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Dexter Fletcher tells Graham Keal what it was like to play a living war hero

A TV war series to beat them all; Band of Brothers is not so much a series, more of an overwhelming exercise in heroism, passion and violence that will move viewers to tears and have them on the edge of their seats.

As the New York Post put it, 'War is hell but Band of Brothers is terrific. It will leave your heart pumping.' And for British actor Dexter Fletcher, the emotional impact of playing a quietly heroic American soldier is still spilling over into his life off-screen.

'When you're playing someone who is still alive, you know you've succeeded a bit of the way when you meet their family and they cry and they hold you and say 'We're so proud that our father has had a chance to be represented,' says Dexter.

'It kind of overwhelms you in a way you could never have imagined.'

Just watching the ten-part, $120m production is overwhelming enough, especially once the Normandy landings get underway and the fighting starts in earnest in episode two. It is heart-stopping stuff.

Playing these men was an incredibly intense experience for the huge cast - 500 speaking parts, 10,000 extras. God only knows what it must have been like for the men who did it for real but this series will give you a better insight into that than any war film or TV series ever has. Co-produced by Steven Spielberg and movie star Tom Hanks, the most expensive TV series ever made tells the story of Easy Company, crack paratroopers dropped inside Normandy to attack the Germans before they had a chance to wipe out the British and American troops landing hours later on the Normandy beaches.

The series is based on the book of the same name by US historian Stephen Ambrose, a meticulously researched account of Easy Company in action, from the camaraderie founded under their sadistic trainer (a very un-Friendly David Schwimmer) to the unbreakable brotherhood formed in the heat of battle.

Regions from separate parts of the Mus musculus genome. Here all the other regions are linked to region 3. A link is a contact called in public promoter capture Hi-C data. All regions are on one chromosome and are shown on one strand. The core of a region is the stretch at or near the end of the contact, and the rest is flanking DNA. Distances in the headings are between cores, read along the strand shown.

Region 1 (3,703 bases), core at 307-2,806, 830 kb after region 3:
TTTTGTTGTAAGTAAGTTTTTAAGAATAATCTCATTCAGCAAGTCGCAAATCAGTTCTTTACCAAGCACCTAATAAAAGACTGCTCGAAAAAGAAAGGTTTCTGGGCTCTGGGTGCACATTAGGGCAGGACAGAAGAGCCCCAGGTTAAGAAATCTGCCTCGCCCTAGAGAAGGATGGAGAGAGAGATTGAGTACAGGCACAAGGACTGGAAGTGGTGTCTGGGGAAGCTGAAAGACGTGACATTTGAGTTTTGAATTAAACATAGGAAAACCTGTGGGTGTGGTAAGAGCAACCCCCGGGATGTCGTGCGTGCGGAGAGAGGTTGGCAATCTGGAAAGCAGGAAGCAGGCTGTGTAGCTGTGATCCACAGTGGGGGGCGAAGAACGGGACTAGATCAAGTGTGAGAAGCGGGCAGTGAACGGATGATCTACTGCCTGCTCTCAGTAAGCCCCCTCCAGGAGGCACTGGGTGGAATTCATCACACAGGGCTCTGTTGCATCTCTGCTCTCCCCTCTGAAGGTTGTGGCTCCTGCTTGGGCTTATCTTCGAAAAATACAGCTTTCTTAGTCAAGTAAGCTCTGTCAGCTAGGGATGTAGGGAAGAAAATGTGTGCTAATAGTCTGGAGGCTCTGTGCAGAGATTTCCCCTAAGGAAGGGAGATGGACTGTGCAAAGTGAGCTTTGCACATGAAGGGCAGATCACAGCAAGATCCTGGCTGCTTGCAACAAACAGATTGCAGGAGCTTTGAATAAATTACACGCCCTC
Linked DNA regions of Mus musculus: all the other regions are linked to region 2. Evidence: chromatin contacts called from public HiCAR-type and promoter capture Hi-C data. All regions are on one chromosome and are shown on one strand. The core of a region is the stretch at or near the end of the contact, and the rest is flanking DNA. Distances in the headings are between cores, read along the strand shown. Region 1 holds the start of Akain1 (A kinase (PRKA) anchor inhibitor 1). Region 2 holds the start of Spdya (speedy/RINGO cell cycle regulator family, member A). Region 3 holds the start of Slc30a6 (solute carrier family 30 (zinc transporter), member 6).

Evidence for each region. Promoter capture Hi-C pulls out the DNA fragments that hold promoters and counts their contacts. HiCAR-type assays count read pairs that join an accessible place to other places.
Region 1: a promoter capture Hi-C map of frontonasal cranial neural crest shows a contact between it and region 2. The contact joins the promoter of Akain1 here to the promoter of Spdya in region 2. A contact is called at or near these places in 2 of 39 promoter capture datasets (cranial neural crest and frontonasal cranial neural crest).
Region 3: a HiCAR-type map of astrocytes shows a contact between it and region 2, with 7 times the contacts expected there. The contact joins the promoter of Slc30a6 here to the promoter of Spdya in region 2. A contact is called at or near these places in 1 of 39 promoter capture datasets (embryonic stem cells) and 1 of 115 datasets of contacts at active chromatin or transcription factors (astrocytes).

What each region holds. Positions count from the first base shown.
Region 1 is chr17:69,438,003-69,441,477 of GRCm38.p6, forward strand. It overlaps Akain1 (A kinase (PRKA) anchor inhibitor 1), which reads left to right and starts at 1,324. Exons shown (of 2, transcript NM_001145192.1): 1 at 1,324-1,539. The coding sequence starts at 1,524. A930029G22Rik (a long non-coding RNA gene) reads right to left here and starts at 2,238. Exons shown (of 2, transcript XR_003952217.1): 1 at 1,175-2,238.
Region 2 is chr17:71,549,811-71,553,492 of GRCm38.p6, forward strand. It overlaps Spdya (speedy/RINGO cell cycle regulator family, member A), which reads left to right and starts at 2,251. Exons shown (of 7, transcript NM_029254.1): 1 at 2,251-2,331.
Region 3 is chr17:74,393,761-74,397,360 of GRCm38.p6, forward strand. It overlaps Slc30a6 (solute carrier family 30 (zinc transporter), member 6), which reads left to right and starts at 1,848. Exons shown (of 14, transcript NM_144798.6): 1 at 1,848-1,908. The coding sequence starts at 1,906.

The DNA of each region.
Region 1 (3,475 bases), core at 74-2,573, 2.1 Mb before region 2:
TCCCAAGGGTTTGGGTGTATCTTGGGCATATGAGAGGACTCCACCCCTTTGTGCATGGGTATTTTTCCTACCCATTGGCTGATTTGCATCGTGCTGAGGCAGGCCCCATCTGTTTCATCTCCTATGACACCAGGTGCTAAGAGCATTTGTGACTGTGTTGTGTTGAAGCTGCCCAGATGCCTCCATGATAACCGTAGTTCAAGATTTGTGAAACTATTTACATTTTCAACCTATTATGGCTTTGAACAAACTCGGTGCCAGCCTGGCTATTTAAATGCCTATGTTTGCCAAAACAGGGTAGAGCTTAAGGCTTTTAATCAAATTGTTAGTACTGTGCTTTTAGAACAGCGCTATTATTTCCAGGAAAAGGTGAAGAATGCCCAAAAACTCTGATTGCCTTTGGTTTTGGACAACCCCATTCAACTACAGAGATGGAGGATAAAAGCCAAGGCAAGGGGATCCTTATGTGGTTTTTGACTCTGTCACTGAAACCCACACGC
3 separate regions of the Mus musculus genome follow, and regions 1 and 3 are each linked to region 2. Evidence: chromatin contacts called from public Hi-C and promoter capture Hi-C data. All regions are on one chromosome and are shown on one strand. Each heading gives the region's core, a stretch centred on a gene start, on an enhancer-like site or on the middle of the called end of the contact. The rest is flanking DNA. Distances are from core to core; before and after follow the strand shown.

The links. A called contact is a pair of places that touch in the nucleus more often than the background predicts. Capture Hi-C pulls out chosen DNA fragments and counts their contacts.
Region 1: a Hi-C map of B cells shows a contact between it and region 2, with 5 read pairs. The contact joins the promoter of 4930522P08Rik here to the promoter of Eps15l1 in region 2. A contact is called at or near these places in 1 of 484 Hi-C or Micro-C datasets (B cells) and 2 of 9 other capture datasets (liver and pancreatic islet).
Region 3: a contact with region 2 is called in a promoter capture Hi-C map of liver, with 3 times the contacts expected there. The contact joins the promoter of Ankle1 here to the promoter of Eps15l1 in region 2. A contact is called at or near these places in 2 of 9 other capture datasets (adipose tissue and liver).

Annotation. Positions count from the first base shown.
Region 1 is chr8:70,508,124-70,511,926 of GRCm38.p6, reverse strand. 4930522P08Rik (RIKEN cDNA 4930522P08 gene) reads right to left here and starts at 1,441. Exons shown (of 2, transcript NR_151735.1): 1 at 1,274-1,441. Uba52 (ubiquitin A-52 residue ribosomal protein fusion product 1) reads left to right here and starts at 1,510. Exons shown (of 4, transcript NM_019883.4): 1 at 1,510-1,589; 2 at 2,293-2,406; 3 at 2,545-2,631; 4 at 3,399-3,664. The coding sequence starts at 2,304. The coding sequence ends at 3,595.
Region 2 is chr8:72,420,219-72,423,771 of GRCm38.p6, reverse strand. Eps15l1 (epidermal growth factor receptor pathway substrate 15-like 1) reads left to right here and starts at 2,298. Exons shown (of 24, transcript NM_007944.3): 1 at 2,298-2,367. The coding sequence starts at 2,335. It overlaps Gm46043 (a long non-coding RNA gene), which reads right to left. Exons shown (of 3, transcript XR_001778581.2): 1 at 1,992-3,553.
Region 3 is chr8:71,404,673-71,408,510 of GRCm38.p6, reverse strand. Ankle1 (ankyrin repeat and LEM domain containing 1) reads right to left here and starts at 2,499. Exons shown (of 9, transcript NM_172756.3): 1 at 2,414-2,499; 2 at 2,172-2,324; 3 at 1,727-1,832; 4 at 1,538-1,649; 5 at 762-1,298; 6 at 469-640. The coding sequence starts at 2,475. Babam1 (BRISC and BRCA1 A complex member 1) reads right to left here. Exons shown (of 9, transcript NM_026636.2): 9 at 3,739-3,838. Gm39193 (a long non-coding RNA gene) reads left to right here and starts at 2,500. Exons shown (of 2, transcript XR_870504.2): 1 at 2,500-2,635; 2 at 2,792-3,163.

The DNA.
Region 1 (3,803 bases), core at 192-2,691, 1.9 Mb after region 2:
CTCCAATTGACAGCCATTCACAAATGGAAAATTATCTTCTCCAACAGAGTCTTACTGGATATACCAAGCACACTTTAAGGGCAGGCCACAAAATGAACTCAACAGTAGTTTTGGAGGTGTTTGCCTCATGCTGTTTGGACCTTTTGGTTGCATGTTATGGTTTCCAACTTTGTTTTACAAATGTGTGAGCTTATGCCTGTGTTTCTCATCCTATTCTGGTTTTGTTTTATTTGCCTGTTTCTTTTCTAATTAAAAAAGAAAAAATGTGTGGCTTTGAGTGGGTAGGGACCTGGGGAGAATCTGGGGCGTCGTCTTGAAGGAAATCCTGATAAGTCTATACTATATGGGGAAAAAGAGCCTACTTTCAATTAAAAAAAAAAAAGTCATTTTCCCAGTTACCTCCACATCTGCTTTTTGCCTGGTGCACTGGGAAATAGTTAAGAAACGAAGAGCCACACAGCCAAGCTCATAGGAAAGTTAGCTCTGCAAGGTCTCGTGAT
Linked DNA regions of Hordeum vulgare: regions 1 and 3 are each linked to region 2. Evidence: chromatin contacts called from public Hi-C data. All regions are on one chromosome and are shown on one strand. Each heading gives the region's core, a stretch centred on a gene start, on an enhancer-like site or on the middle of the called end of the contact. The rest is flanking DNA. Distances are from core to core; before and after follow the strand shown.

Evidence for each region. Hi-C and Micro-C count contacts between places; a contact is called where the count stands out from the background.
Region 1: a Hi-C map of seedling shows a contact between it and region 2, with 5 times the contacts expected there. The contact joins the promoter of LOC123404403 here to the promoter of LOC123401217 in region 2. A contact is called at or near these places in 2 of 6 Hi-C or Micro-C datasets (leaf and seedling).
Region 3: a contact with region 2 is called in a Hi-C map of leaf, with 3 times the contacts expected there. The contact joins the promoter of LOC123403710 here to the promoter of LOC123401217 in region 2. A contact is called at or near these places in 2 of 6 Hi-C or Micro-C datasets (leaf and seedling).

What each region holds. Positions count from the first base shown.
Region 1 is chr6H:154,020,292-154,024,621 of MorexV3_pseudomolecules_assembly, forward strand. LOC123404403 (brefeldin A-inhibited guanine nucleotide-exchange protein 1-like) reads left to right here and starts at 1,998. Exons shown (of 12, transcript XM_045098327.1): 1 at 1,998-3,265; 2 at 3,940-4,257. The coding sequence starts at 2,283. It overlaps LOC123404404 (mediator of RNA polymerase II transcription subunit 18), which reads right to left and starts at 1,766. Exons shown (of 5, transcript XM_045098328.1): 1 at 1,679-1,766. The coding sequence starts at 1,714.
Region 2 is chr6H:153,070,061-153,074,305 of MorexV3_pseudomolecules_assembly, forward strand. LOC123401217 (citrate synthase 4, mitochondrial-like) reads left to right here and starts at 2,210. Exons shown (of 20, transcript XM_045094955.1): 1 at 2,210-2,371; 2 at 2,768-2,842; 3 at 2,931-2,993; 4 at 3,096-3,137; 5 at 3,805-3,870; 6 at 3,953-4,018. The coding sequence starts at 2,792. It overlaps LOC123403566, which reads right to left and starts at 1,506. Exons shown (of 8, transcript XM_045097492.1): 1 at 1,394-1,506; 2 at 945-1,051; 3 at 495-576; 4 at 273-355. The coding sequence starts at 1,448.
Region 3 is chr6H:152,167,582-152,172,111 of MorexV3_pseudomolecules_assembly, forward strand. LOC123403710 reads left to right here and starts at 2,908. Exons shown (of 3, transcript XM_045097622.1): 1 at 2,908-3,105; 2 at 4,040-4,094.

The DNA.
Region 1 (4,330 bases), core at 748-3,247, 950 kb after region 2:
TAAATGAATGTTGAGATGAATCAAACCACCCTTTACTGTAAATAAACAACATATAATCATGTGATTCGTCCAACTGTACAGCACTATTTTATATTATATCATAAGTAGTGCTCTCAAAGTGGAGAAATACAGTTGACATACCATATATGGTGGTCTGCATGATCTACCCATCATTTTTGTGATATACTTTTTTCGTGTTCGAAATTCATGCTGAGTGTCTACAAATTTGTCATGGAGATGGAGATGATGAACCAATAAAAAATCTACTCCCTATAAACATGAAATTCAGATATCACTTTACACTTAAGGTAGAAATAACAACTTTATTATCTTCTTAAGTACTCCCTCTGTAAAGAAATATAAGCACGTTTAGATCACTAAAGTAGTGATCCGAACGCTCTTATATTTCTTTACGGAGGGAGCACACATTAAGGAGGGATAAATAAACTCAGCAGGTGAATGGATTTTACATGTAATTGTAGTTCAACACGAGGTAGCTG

Too many war stories have been turned into flag-waving American propaganda vehicles but this is different. As Dexter Fletcher says: 'This is an American story made by an American company. It's a bonus that they made it over here and used a lot of English talent. If the English want to make a drama of the English side of it, then the English will have to make that.'

For Dexter, best known for his teenage appearances in Press Gang and Lock Stock and Two Smoking Barrels, playing Sergeant John W Martin looks like the kind of role you get once in a lifetime. But like a patriotic youth trying to enlist before his time, Dexter had to lie about his age to get on board.

'I'm 35 now and I was 33 when I went up to audition for this. All the other guys were in their early 20s. Tom Hanks said to me 'How old are you?' And the casting director said 'Don't tell him!' So I said 'Well that's classified information Tom.' He said 'OK, well you're 27-28.' So I said 'Yeah, I'm 27-28.''

Dexter looks young enough to get away with it but he didn't always feel that way when the Easy Company actors were sent off to boot camp for ten days of intensive training.

'We had to do an assault course on the first day and the last physical work I'd done was like ten years ago, running around playing football and stuff.'

Five am starts followed by five-mile runs and a punishing exercise regime got his body in shape for the role. To get his mind round it too, Dexter would phone the real John Martin, now 80 years old and the multimillionaire boss of Martin Construction in Arizona. Their conversations brought home to Dexter what WW2 really meant to the men of Easy Company.

'Being able to call the veteran I play was a rich vein of research but it quickly dawned on me how upsetting it could be for John Martin.

'I would say to him 'Do you remember a guy called Private Julian?' And he would start crying and say 'He was 18 years old. I'm sure we could have saved that guy.' So suddenly you realise that what was an interesting bit of business for my character is still a living tragedy for him, 50-odd years later. He sent someone somewhere and he got shot.

'John was convinced they could have saved him but they couldn't get to him because a machine gun nest was covering the spot. The Germans would wound a man so the rest of the guys would try to rescue him, then they'd shoot the rest of the unit.'

'Playing someone who's alive and lived through all this is a unique and emotional experience. It really brought it home to me that they're still crying for these men now, not just because of the moment when they died, but because of the life they missed, the families they never had.'

Did Dexter feel guilty at prompting such heart-rending memories? 'No, not guilt. The first concern is to understand how this man feels about the whole experience, so that you can at least portray him with some sort of dignity and honour.'

Dexter must have succeeded. The two men met at a special preview and have become firm friends. Dexter and his wife have been invited to spend Thanksgiving with the Martin family in November.

Other Easy Company survivors were equally impressed, including rough diamond Bill Guarnere, who first lost a brother in action and then lost a leg. 'He's a really gnarled, grizzled old man who smokes and drinks and swears like a docker. You ask him 'Is it realistic?' And he says 'Aah, it's Hollywood you know - but I love it!''


Source: Birmingham Post
Date: 3rd October 2001